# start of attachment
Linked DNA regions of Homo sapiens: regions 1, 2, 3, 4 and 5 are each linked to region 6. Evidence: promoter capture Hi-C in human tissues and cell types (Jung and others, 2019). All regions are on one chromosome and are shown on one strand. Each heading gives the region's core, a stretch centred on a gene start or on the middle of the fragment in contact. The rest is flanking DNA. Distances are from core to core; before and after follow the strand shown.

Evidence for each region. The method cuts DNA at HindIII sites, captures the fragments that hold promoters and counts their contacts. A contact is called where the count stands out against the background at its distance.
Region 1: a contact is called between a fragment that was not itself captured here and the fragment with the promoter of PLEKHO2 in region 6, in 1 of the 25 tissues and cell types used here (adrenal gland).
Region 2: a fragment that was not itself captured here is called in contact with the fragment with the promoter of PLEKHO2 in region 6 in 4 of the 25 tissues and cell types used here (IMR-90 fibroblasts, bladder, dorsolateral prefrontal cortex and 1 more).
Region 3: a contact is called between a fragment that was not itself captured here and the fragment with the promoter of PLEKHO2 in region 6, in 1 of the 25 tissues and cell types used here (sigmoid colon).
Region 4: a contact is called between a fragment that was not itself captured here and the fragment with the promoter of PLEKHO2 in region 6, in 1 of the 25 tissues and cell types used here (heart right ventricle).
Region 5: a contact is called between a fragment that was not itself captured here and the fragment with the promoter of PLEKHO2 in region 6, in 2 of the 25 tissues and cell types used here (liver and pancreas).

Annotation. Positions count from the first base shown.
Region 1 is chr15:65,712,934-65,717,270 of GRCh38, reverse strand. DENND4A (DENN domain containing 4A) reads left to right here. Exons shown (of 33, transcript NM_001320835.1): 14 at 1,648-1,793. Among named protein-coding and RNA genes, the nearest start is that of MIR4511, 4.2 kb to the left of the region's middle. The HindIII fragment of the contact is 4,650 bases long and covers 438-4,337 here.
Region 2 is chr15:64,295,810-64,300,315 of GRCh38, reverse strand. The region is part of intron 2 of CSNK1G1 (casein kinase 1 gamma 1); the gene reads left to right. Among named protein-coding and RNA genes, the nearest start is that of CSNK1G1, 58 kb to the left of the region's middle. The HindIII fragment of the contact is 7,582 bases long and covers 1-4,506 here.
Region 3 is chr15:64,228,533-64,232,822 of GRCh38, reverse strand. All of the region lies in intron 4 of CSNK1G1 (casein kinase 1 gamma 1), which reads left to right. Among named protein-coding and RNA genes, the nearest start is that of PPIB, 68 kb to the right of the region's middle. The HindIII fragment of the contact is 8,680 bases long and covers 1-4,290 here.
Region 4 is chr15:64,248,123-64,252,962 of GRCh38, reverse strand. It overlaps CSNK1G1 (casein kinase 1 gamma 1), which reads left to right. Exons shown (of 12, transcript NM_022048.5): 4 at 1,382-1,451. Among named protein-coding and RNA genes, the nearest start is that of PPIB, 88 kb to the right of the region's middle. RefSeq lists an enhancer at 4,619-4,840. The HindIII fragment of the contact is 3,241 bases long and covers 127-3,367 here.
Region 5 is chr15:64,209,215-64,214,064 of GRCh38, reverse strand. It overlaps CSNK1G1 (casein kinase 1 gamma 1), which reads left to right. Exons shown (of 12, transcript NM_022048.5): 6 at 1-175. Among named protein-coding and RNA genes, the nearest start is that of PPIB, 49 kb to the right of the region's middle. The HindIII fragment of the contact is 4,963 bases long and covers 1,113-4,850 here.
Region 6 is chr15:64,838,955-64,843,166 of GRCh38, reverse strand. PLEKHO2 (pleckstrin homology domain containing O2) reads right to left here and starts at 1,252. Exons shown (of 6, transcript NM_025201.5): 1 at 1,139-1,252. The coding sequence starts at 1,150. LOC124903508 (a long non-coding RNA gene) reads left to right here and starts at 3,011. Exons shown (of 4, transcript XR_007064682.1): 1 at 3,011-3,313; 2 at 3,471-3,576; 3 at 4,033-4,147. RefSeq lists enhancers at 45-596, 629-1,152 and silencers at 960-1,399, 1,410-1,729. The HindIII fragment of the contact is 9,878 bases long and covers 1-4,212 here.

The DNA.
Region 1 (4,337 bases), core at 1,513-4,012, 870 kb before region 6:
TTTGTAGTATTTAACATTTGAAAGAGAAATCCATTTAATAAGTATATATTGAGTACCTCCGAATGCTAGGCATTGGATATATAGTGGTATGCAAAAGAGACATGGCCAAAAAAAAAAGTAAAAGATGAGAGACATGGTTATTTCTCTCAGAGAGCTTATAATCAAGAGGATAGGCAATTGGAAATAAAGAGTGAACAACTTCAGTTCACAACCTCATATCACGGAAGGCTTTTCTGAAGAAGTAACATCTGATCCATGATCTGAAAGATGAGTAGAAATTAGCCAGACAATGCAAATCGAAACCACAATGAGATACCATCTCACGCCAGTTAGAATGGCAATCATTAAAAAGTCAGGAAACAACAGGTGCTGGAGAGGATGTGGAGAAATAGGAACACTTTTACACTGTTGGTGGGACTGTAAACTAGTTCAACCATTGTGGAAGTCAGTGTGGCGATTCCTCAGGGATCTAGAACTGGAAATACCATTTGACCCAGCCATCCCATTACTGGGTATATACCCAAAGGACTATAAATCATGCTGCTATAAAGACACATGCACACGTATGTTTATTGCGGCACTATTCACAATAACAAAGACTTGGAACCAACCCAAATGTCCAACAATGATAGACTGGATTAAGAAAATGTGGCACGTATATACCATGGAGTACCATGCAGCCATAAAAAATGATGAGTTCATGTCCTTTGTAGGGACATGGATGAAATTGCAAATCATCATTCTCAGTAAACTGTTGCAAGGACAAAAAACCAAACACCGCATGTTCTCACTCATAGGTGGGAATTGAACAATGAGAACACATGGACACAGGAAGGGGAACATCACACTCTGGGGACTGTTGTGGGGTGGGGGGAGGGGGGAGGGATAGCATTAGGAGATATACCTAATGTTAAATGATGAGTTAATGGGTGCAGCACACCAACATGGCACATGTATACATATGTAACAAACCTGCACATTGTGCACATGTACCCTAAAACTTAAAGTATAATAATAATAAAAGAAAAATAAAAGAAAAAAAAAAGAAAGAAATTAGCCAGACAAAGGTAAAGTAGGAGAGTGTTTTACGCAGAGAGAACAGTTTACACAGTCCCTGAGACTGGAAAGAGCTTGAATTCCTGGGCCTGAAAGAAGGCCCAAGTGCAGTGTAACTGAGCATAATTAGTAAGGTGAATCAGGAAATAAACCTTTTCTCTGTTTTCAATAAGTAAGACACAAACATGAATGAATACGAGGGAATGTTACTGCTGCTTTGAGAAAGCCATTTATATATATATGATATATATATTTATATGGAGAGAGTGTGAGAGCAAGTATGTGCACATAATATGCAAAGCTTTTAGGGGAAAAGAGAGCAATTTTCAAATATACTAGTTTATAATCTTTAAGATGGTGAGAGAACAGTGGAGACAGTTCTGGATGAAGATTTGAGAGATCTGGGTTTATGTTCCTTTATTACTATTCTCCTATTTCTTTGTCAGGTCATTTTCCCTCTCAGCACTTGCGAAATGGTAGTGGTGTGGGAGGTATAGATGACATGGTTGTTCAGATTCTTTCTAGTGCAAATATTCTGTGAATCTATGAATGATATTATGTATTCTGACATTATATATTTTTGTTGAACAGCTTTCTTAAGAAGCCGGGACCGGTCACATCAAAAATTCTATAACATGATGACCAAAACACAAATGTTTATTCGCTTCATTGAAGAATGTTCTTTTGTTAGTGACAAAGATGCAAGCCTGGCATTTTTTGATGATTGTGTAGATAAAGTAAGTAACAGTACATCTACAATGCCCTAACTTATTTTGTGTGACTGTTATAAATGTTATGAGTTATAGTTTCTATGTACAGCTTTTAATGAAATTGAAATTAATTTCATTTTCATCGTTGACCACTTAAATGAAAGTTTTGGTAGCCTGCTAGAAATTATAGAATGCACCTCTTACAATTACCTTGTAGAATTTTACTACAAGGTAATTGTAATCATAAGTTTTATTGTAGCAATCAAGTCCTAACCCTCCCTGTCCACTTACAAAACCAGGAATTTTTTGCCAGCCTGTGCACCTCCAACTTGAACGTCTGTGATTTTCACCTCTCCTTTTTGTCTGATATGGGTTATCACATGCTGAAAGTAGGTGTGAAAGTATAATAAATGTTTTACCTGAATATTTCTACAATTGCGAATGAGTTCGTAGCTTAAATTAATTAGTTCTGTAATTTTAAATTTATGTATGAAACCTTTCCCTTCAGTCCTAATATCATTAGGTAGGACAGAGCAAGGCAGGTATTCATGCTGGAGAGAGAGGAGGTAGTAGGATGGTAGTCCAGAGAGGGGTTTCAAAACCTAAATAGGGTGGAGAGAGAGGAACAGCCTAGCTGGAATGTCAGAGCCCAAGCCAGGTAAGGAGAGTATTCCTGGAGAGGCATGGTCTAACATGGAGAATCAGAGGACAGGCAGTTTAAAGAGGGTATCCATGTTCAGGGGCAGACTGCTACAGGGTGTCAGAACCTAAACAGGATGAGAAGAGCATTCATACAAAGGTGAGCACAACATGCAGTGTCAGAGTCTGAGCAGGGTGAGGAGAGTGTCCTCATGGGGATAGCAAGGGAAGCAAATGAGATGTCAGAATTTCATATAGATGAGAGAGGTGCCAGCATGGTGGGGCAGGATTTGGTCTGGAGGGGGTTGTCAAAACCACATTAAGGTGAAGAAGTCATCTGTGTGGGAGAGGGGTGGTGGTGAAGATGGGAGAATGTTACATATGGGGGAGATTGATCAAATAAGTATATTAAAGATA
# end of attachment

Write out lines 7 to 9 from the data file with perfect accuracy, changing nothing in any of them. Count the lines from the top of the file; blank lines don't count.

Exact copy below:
Region 5: a contact is called between a fragment that was not itself captured here and the fragment with the promoter of PLEKHO2 in region 6, in 2 of the 25 tissues and cell types used here (liver and pancreas).

Annotation. Positions count from the first base shown.
Region 1 is chr15:65,712,934-65,717,270 of GRCh38, reverse strand. DENND4A (DENN domain containing 4A) reads left to right here. Exons shown (of 33, transcript NM_001320835.1): 14 at 1,648-1,793. Among named protein-coding and RNA genes, the nearest start is that of MIR4511, 4.2 kb to the left of the region's middle. The HindIII fragment of the contact is 4,650 bases long and covers 438-4,337 here.